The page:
- It isn't our job to think up names for concepts. Our job is to describe how existing names are used in practice. In practice "ideogram" is the term laymen apply to characters in Chinese, while "logogram" is the term used by scholars following DeFrancis. The fact that there is an overlap between these terms is inevitable. I have no problem with the two Wikipedia entries in their current form. --Ideogram 10:57, 23 July 2006 (UTC)
- What I'm trying to say is: we currently have two articles, one describing writing systems like Chinese, Egyptian, Mayan etc. currently located at logogram; and another describing "pseudo"-writing such as musical notation, mathematical notation, Naxi Dongba etc, currently located at ideogram. If Ideogram better describes the former, then I have no problems with renaming it -- but then what would we call the latter? -- ran (talk) 02:45, 24 July 2006 (UTC)
- I don't see any problem with having two articles that link to each other. Certainly ideogram is more likely to be looked up in a search but logogram is often used as well. We can discuss which material belongs in which article. For example, I believe the bulk of the DeFrancis material belongs at logogram with a one paragraph mention at ideogram (much like it is now). I believe we need some mention of Chinese at least at ideogram but the material we have there now is probably sufficient. --Ideogram 03:22, 24 July 2006 (UTC)
mathematical symbols may be ideogram, but they are not usually called that, they are simply known as symbols. I appreciate the distinction between ideogram and logogram, but the problem is that this article, after a brief list of some examples, goes into a discussion of these distinctions, particularly obsessing about the Chinese alphabet. This isn't good enough for a standalone article, and would be more at home in a section of the logogram article.
The problem here is with the very philosophical notion of "idea". Any word conveys an idea, that's the whole point of words. If you have an image depicting a sheep, it is perfectly artficial to ask, is the intention to evoke the idea of a sheep, or is the intention to evoke the word "sheep", which in turn (excepting meta-linguistic contexts) has the only purpose of evoking the idea of a sheep in the listener's mind. And who says a morpheme doesn't convey an idea? Who says a phoneme isn't an idea? We cannot discuss the term ideogram as it were from philosophical a priori considerations on its literal meaning. We need to treat the term based on actual usage. And actual usage is very closely related to "logogram", in fact close enough to suggest a merger. --dab (𒁳) 10:10, 28 February 2009 (UTC)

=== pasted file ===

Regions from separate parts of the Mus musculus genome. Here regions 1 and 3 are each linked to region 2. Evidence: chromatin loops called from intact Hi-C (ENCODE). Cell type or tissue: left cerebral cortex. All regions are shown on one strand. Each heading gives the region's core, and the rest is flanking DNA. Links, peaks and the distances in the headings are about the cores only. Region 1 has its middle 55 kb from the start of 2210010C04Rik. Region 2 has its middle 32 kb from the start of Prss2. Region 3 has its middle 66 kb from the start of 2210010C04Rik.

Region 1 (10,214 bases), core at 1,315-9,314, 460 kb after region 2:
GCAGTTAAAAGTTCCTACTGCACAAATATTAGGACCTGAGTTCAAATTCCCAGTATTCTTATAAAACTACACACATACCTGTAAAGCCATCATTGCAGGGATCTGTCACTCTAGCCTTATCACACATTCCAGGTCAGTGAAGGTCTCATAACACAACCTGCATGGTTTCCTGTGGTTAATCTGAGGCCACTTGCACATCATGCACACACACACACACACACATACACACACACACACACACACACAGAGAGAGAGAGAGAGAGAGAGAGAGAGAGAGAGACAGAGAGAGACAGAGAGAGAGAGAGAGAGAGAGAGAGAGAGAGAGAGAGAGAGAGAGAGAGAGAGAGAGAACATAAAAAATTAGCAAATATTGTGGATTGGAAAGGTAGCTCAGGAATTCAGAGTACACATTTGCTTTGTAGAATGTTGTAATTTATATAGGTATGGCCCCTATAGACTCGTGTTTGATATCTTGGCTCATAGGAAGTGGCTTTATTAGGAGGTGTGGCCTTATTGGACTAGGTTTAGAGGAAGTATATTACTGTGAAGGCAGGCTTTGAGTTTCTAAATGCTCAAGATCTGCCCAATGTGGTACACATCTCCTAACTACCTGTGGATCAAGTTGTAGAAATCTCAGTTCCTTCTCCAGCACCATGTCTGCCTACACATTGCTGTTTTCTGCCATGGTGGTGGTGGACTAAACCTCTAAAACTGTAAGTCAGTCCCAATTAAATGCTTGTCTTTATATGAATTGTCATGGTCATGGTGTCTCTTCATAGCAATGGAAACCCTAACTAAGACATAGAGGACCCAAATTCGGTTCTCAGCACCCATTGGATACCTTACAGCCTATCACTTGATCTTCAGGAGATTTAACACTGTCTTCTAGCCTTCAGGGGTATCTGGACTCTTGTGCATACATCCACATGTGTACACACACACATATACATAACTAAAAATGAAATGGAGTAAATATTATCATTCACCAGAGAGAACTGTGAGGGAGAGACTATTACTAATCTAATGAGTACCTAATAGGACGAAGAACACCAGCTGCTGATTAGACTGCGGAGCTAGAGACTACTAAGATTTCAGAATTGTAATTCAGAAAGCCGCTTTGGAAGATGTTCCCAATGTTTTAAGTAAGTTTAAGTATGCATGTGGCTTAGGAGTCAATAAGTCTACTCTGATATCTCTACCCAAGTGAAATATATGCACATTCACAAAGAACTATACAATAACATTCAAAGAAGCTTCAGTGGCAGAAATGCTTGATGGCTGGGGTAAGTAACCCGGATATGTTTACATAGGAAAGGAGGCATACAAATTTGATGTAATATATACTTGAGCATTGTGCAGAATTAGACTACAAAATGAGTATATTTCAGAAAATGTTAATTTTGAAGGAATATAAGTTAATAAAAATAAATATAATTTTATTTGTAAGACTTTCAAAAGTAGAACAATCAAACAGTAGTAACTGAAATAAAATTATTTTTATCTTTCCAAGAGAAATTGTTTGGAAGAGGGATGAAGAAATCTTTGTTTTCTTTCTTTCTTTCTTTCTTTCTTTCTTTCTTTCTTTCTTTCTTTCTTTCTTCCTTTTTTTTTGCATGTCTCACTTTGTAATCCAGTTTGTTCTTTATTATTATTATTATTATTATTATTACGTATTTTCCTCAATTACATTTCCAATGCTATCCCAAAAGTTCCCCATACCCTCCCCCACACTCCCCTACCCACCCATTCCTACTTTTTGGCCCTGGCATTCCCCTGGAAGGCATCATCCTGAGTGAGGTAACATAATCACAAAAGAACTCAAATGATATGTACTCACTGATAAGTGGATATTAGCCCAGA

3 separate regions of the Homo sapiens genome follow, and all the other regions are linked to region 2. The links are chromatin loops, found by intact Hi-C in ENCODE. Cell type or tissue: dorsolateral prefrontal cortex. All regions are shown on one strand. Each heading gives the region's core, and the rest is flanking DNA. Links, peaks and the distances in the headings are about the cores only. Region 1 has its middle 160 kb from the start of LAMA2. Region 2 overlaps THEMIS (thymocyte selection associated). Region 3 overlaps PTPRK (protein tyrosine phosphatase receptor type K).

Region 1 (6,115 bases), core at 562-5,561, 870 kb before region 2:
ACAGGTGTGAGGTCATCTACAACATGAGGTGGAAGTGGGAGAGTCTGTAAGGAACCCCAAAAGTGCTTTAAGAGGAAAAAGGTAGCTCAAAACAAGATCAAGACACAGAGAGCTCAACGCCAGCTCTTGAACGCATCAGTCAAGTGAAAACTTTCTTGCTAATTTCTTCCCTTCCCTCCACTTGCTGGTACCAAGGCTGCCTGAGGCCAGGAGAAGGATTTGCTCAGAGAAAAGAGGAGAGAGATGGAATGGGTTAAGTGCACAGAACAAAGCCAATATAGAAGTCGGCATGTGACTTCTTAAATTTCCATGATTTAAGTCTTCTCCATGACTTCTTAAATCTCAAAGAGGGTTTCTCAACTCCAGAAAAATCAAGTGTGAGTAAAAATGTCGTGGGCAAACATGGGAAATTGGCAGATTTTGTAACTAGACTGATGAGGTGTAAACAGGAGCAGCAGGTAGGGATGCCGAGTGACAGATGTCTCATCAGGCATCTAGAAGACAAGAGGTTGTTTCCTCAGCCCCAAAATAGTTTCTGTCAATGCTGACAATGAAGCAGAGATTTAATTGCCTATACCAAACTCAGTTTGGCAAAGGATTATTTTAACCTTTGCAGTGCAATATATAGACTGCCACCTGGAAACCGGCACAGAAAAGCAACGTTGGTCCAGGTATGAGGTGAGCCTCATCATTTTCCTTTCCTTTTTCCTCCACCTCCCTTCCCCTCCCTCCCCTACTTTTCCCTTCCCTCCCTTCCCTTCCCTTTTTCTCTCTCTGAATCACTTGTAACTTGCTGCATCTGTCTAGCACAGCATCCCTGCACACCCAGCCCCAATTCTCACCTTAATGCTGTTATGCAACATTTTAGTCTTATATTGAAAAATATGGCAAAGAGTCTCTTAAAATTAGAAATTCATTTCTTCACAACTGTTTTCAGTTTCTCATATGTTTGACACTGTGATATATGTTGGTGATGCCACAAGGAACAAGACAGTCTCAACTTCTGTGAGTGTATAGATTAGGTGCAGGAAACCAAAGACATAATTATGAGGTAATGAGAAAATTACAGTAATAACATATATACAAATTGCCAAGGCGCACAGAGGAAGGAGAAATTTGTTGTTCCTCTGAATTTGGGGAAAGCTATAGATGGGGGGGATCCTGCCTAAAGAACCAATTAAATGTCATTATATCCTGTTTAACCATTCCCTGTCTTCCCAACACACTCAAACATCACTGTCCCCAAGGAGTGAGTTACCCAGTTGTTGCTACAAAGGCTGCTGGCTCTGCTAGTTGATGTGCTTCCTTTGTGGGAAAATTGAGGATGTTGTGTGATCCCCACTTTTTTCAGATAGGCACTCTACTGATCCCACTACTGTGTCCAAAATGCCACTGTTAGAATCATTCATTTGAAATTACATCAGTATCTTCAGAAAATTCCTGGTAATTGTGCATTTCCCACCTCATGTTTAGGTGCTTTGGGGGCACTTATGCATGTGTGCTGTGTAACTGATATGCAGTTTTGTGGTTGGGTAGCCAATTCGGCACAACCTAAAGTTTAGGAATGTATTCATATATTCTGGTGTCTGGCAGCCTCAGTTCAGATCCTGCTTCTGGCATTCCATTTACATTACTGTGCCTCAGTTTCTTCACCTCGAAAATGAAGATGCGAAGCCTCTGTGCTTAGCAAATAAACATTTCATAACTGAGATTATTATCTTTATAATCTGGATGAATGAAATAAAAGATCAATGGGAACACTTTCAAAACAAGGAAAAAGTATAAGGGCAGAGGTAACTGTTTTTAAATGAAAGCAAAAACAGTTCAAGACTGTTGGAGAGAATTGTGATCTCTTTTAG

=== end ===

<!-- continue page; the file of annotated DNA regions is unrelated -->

- A philosophical discussion is not necessary to distinguish ideogram from logogram.
- A logogram is a symbol that represents something in a particular language. In contrast, an ideogram is a symbol that represents a particular idea independent of what word (in whatever language) is used to express that idea.
- Example 1: [&] is read "and" in English, and read "et" in French. Thus, in those languages [&] is a logogram. In this case, [&] is also an ideogram since "and" and "et" both represent the same idea (i.e. conjunction), even though they are not the same word.
- Example 2:
- Get it? -- Fullstop (talk) 14:31, 1 March 2009 (UTC)
What happened to the image that used to accompany this article? I liked it. Ideogram 00:12, 30 May 2006 (UTC)
ideogram v. pictogram
Please see my recent post at Talk:Chinese_character_classification#Ideogram_vs._Pictogram.
The claim that "Chinese characters are examples of ideograms, and many have specific logographic qualities or functions" seems backwards. According to List of writing systems, "to this day Chinese is often erroneously said to be ideographic", a claim that is cited. According to Chinese character classification, "All Chinese characters are logograms." Some "are ideographic in origin, but the vast majority originated as phono-semantic compounds." Chinese seems like a particularly bad example of a script for illustration on this page. DAVilla (talk) 06:35, 4 November 2012 (UTC)